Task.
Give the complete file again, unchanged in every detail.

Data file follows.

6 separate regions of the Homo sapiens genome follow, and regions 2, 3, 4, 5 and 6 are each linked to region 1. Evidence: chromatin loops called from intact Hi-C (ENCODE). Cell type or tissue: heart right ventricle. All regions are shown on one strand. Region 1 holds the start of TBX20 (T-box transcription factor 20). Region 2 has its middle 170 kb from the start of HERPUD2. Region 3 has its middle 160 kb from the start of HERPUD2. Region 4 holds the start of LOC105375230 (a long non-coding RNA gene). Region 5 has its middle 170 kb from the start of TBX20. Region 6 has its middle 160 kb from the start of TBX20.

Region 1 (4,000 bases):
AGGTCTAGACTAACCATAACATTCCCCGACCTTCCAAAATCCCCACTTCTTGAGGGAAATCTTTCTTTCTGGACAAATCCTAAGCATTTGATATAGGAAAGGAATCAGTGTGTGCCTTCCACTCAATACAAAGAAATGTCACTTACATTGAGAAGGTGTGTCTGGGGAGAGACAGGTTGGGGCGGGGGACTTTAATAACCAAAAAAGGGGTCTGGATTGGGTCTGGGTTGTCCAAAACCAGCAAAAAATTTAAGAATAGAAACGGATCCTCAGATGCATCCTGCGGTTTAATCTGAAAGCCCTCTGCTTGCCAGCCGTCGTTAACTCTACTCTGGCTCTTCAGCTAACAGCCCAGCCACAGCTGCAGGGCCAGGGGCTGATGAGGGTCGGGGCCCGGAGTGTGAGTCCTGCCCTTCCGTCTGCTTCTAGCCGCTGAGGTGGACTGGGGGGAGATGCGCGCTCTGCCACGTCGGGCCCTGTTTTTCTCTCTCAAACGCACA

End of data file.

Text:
6 separate regions of the Homo sapiens genome follow, and regions 2, 3, 4, 5 and 6 are each linked to region 1. Evidence: chromatin loops called from intact Hi-C (ENCODE). Cell type or tissue: heart right ventricle. All regions are shown on one strand. Region 1 holds the start of TBX20 (T-box transcription factor 20). Region 2 has its middle 170 kb from the start of HERPUD2. Region 3 has its middle 160 kb from the start of HERPUD2. Region 4 holds the start of LOC105375230 (a long non-coding RNA gene). Region 5 has its middle 170 kb from the start of TBX20. Region 6 has its middle 160 kb from the start of TBX20.

Region 1 (4,000 bases):
AGGTCTAGACTAACCATAACATTCCCCGACCTTCCAAAATCCCCACTTCTTGAGGGAAATCTTTCTTTCTGGACAAATCCTAAGCATTTGATATAGGAAAGGAATCAGTGTGTGCCTTCCACTCAATACAAAGAAATGTCACTTACATTGAGAAGGTGTGTCTGGGGAGAGACAGGTTGGGGCGGGGGACTTTAATAACCAAAAAAGGGGTCTGGATTGGGTCTGGGTTGTCCAAAACCAGCAAAAAATTTAAGAATAGAAACGGATCCTCAGATGCATCCTGCGGTTTAATCTGAAAGCCCTCTGCTTGCCAGCCGTCGTTAACTCTACTCTGGCTCTTCAGCTAACAGCCCAGCCACAGCTGCAGGGCCAGGGGCTGATGAGGGTCGGGGCCCGGAGTGTGAGTCCTGCCCTTCCGTCTGCTTCTAGCCGCTGAGGTGGACTGGGGGGAGATGCGCGCTCTGCCACGTCGGGCCCTGTTTTTCTCTCTCAAACGCACA